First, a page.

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BIOL 111 Study Guide - Final Guide: Blood Vessel, Nephridiopore, Gastrointestinal Tract


Department
Biology (Sci)
Course Code
BIOL 111
Professor
Suzanne Gray
Study Guide
Final

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Organism
Phylum Annelida Earthworms
Brief
Description
Daytime, remain underground to avoid drying out
Nighttime, come above ground to search for food and to mate
External
Anatomy
Thin transparent cuticle secreted by the epidermis to protect the worm
Mucus is also secreted from the glandular cells, aids in protection,
locomotion as well as respiration
The anterior end is thicker than the posterior end
The Clitellum is a thick band around the worm, found closer to the
anterior end
The ventral side is flatter and lighter than the dorsal side
Respiratory, digestive, circulatory and nervous systems are found in the
anterior end
Earth worm is divided into segments (each segment contains four pairs of
setae (bristle like projections that aid in anchoring the worm to the
substrate)
Segment 1: the mouth; thin ventral slit contains the peristomium
(fleshy lobe that surrounds the mouth and the protosmium (fleshly lobe
that proceeds the mouth)
Segment 9 to 10: contains the seminal receptacles, where the sperm is
stored
Segment 14: two female genital pores, where the egg is released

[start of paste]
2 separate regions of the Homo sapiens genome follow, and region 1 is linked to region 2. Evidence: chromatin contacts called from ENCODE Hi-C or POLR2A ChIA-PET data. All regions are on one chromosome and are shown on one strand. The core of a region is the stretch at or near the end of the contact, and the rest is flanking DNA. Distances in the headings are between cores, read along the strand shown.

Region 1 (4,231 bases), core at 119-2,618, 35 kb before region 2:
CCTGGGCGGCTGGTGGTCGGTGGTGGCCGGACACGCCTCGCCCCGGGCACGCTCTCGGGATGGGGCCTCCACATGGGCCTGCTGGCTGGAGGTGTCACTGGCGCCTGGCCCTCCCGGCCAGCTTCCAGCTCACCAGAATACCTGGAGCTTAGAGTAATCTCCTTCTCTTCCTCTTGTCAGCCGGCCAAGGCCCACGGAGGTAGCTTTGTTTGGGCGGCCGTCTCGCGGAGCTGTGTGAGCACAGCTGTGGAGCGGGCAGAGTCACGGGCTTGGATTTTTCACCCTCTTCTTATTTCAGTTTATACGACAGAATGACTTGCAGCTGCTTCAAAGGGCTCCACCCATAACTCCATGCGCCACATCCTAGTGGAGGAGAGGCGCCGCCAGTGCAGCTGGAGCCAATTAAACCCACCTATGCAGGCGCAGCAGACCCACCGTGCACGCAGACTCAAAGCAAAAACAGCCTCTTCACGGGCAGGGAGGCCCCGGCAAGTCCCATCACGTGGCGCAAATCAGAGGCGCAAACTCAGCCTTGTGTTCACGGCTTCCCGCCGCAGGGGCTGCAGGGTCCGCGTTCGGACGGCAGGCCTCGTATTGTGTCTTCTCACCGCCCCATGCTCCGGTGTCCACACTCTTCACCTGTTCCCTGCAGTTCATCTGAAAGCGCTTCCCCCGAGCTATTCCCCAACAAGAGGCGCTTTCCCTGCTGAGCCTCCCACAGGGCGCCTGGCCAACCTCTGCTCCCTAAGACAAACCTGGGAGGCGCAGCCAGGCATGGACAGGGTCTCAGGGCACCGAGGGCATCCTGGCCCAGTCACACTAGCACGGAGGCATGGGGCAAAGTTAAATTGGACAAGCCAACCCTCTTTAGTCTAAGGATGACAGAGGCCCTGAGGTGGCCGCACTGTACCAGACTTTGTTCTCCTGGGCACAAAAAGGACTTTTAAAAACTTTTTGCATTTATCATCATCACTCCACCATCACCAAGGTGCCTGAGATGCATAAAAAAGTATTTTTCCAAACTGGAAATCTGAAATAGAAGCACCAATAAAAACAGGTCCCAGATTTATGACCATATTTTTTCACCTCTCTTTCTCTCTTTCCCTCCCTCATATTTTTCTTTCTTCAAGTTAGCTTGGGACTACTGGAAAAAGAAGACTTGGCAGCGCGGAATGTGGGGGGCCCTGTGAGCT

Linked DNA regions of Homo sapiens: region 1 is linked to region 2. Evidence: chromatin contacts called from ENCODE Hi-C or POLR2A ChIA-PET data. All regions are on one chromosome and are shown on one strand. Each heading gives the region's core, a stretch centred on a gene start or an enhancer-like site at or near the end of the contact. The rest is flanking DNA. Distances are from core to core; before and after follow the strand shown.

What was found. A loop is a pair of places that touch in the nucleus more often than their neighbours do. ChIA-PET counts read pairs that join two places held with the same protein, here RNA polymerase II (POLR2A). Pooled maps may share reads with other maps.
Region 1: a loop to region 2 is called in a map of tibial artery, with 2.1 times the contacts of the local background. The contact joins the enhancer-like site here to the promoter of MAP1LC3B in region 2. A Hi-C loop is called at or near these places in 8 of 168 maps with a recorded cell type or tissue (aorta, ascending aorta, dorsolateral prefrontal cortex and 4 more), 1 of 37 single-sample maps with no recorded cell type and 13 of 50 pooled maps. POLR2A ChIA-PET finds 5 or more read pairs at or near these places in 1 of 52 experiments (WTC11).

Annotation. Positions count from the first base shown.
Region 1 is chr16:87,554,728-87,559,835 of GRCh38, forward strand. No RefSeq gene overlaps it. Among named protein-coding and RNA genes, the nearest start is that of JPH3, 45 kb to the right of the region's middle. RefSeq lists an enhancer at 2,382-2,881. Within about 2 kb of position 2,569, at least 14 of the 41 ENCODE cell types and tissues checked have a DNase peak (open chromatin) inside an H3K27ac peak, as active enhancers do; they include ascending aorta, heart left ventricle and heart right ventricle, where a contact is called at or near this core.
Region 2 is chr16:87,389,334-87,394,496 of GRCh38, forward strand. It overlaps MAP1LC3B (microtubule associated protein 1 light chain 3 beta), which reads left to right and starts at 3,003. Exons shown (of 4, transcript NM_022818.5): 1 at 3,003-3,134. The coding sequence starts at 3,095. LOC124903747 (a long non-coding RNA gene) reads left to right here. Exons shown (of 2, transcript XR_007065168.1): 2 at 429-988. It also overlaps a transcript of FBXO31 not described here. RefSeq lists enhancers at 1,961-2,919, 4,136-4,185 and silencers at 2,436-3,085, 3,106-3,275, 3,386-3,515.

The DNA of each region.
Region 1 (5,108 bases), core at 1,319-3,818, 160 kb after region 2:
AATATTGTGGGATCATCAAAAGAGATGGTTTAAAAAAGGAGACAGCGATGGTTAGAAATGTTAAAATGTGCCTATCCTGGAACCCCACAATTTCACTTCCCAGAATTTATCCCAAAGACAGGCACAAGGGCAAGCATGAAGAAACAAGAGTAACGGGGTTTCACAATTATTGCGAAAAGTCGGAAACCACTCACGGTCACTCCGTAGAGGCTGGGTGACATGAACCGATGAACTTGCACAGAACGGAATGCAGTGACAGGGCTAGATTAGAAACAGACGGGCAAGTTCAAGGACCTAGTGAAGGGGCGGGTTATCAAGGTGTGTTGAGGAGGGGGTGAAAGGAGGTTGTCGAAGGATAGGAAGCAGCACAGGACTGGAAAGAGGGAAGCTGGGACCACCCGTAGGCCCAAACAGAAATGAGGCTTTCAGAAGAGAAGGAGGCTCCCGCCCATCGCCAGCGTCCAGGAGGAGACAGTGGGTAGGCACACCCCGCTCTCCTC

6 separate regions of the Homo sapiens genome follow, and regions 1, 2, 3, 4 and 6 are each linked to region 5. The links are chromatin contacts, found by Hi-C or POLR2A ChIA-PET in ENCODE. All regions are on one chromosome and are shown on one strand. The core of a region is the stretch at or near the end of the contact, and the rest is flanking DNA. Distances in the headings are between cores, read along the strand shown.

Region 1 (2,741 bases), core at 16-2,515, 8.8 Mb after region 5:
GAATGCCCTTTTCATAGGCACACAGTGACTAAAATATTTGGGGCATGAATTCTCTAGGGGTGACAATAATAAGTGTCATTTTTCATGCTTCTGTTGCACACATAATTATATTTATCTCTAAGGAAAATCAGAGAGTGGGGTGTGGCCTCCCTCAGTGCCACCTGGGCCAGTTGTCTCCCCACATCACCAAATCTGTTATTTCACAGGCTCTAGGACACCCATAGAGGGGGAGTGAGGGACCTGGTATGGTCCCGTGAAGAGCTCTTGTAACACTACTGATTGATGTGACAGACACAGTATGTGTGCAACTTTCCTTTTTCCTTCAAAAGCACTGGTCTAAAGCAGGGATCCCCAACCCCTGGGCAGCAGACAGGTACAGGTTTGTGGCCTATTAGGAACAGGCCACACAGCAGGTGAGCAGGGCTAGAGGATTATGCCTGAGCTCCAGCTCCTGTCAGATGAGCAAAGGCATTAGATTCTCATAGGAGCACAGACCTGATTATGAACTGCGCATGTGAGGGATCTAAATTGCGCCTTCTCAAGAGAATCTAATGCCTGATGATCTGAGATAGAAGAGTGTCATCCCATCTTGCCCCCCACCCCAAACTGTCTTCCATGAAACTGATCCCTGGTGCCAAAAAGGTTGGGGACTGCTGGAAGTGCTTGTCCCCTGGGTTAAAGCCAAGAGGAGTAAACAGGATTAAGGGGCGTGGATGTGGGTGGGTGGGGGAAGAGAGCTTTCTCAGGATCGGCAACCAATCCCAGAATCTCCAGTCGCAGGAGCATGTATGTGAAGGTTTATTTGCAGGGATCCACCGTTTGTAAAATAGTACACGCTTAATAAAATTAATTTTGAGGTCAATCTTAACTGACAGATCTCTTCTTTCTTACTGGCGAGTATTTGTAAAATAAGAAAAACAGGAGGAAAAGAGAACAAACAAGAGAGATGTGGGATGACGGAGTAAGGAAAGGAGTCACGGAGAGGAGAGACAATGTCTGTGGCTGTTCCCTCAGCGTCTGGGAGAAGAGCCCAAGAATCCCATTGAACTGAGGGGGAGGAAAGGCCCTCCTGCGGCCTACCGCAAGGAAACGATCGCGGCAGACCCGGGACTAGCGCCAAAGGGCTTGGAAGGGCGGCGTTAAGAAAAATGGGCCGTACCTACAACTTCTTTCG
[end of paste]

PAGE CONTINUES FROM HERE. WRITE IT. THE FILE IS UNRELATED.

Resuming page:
Segment 15: two male genital pores, where the sperm is released
Segment 26: genital setae is found here, secrete a sticky mucus-like
substance that allows the worms to stay together when undergoing
copulation
Segment 32-37: clitellum is found here, secretes a mucus cocoon in
which the sperm and egg are deposited
Last segment: the anus is found here
Movement
Move via the use of longitudinal and circular muscles (shortening and
lengthening)
1. Circular muscles contract
2. Putting pressure on the fluid in the coelom
3. Causes the worm to elongate
4. Longitudinal muscles contract
5. Causes the worm to shorten
6. Setae keep the worm anchored to the ground during this movement
Reproduction
Egg is produced in the ovaries and travels through the oviduct to the
female genital pore where the egg is then released
Sperm is produced in the semical vessels and travels through the vas
deferens to the male genital pore where the sperm is then released
Genital setae is produced in order for the worms to stay together during
copulation
Fertilization occurs externally
The Clitellium creates a mucus cocoon in which the sperm and egg are
deposited
The cocoon is left on the surface of the Earth, mucus disintergrates and
the cocoon begins to harden
In about a week, a worm is formed
Copulation takes about 2-3 hours
Circulatory
System
Dorsal (anterior) and ventral blood (posterior) vessel
Closed circulatory system; blood travels through the blood vessels
Dorsal blood vessel is larger than the ventral blood vessel
Five aortic arches which act as the main pumping organ
Pump blood towards the ventral blood vessel; blood then travels to the
capillary net, where dorsal branches then receive the blood and bring it
back to the dorsal blood vessel
One way-valve system in the dorsal blood vessel to prevent the back flow
of blood (not need in the ventral blood vessel because it has a pumping
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